Bahrain state media reports on Sheikh Nasser, one of King Hamad’s sons:
The Nasser bin Hamad Foundation has presented a Formula 1 car simulator to the Bahrain International Circuit as a contribution from the foundation to promote the campaign of the circuit, “the home of motorsport in the Middle East”, to host the Formula 1 Gulf Air Bahrain Grand Prix from April 19 to 21.
The initiative of His Highness Shaikh Nasser bin Hamad Al Khalifa is an affirmation from His Highness to the importance of playing an active part in supporting the Kingdom in embracing this wonderful international event, which enhances Bahrain’s reputation on the international sporting arena.
Sheikh Nasser is a controversial figure who is accused of being involved in torture during the government crackdown in 2011. He denies the allegations.
Last year, the European Centre for Constitutional and Human Rights (ECCHR) submitted evidence to the British government calling on them to prevent him attending the London Olympics in his role as the head of Bahrain’s Olympic committee. They were unsuccessful in their attempt. The Guardian reported at the time:
Prince Nasser bin Hamad Al Khalifa is claimed to have been “personally engaged” in beating, flogging and kicking pro-democracy protestors during Bahrain’s brief chapter in the Arab spring last year.
Documents submitted to David Cameron and William Hague, the foreign secretary, and seen by the Guardian, describe how Sheikh Nasser launched “a punitive campaign to repress Bahraini athletes who had demonstrated their support (for) the peaceful pro-democracy movement.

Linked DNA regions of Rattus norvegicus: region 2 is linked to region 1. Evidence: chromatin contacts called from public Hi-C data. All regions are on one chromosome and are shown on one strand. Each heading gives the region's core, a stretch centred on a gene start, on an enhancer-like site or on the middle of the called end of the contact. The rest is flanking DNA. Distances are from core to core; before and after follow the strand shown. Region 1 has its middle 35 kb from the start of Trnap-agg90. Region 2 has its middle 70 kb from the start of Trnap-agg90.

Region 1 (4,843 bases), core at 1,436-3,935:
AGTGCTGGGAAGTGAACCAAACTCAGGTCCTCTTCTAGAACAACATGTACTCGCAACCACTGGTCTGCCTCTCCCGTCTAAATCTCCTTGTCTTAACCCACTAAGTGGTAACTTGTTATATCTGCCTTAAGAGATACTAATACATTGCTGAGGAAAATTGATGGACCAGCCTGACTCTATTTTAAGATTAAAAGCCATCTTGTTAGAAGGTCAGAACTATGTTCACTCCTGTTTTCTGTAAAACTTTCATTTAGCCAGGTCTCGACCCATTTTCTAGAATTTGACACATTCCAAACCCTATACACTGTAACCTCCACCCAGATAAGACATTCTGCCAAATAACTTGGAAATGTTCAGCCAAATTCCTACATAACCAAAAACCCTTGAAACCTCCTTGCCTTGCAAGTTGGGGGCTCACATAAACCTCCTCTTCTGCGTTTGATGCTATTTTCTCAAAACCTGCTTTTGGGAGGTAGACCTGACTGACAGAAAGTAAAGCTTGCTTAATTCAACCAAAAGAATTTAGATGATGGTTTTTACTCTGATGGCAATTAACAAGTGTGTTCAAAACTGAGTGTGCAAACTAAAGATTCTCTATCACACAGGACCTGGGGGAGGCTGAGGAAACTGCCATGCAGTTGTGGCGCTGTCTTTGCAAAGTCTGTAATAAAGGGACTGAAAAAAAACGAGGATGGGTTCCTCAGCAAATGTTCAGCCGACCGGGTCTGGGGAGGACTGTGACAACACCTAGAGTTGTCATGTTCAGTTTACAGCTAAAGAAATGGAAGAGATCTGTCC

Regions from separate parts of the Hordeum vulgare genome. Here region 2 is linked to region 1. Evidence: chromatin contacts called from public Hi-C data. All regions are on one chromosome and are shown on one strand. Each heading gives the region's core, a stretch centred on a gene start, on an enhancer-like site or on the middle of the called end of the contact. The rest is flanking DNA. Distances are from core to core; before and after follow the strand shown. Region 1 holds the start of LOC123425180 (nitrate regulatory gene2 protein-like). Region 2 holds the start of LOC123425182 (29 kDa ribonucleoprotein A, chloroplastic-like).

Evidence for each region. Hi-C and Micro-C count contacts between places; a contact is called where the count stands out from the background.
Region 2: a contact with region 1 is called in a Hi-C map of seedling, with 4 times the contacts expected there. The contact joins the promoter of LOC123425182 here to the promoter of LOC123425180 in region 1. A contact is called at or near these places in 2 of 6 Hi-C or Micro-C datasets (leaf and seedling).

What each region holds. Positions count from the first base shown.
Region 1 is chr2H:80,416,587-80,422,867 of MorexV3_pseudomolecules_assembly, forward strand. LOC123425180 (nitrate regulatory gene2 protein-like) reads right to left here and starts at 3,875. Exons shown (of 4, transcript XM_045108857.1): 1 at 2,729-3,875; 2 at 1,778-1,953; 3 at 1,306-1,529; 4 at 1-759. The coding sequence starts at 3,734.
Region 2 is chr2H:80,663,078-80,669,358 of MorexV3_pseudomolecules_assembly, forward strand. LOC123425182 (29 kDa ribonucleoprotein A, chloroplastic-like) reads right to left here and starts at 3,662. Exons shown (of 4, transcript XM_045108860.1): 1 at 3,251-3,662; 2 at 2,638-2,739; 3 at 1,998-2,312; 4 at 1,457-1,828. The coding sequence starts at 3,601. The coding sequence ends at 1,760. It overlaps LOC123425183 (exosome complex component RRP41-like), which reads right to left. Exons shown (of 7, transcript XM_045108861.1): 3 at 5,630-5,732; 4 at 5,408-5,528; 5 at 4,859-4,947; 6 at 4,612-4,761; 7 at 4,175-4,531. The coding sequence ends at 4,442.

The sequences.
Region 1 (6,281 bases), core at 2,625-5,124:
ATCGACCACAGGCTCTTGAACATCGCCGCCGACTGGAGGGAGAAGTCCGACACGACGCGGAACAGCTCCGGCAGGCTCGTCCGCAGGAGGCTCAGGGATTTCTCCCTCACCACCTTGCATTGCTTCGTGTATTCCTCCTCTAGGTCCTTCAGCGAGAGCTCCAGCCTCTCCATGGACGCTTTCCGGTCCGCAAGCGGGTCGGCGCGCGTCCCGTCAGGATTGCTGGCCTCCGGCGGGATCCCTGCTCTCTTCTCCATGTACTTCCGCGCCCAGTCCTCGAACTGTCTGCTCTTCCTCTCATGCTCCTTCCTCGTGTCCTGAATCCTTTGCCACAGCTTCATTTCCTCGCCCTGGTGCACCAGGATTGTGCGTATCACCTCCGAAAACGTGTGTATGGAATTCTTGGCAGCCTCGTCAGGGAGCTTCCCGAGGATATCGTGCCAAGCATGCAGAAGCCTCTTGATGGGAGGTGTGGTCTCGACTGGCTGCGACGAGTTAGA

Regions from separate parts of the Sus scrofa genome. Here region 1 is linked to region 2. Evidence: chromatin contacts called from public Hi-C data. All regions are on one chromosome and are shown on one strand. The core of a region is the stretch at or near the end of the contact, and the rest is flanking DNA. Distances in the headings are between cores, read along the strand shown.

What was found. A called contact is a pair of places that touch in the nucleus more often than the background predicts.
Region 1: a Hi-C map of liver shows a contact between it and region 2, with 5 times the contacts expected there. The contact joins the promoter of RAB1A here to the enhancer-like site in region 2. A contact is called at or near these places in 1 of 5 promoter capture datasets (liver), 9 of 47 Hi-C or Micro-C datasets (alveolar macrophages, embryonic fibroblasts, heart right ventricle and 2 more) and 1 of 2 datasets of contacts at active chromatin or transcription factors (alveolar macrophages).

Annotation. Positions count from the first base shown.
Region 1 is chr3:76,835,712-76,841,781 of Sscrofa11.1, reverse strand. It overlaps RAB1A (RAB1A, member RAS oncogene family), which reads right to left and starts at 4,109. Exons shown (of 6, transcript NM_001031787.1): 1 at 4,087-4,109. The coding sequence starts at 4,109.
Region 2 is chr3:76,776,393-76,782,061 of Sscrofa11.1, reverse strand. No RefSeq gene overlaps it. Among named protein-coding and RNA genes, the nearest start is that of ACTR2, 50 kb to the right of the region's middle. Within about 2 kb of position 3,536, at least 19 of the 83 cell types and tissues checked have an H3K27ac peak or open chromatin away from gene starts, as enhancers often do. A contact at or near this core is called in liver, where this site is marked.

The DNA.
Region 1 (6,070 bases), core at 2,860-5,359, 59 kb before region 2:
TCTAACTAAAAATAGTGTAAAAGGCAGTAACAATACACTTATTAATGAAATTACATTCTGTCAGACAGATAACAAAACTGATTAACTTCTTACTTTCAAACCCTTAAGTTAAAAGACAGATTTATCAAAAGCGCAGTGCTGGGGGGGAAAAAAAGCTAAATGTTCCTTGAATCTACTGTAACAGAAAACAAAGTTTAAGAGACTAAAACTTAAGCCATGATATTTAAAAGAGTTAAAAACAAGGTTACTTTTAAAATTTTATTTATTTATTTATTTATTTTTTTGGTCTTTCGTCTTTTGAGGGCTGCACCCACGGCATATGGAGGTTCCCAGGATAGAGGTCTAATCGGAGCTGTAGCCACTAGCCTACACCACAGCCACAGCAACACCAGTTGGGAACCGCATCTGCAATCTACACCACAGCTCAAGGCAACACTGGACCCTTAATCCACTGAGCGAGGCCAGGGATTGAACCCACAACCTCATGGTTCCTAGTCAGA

“Following his directives more than 150 professional athletes, coaches and referees were subjected to arbitrary arrests, night raids, detention, abuse and torture by electric cables and other means,” said the European Centre for Constitutional and Human Rights (ECCHR), a Berlin-based group.
Mohammed Hassan Jawad described how he and Mohammed Habeebe al-Muqdad were treated by the king’s son at Manama Fort prison clinic on April 9 after they had taken part in a demonstration calling for the overthrow of the regime. “He started abusing us, began to flog, beat and kicked us everywhere,” Jawad told a dissident newspaper quoted by the ECCHR. “He took a rest and drank water and then resumed the torture by pulling us from our hair and beards. No one else was involved in our torture and hence agony… He ordered the jailers to put our feet up to beat us. The torture continued for almost half a day until dawn.”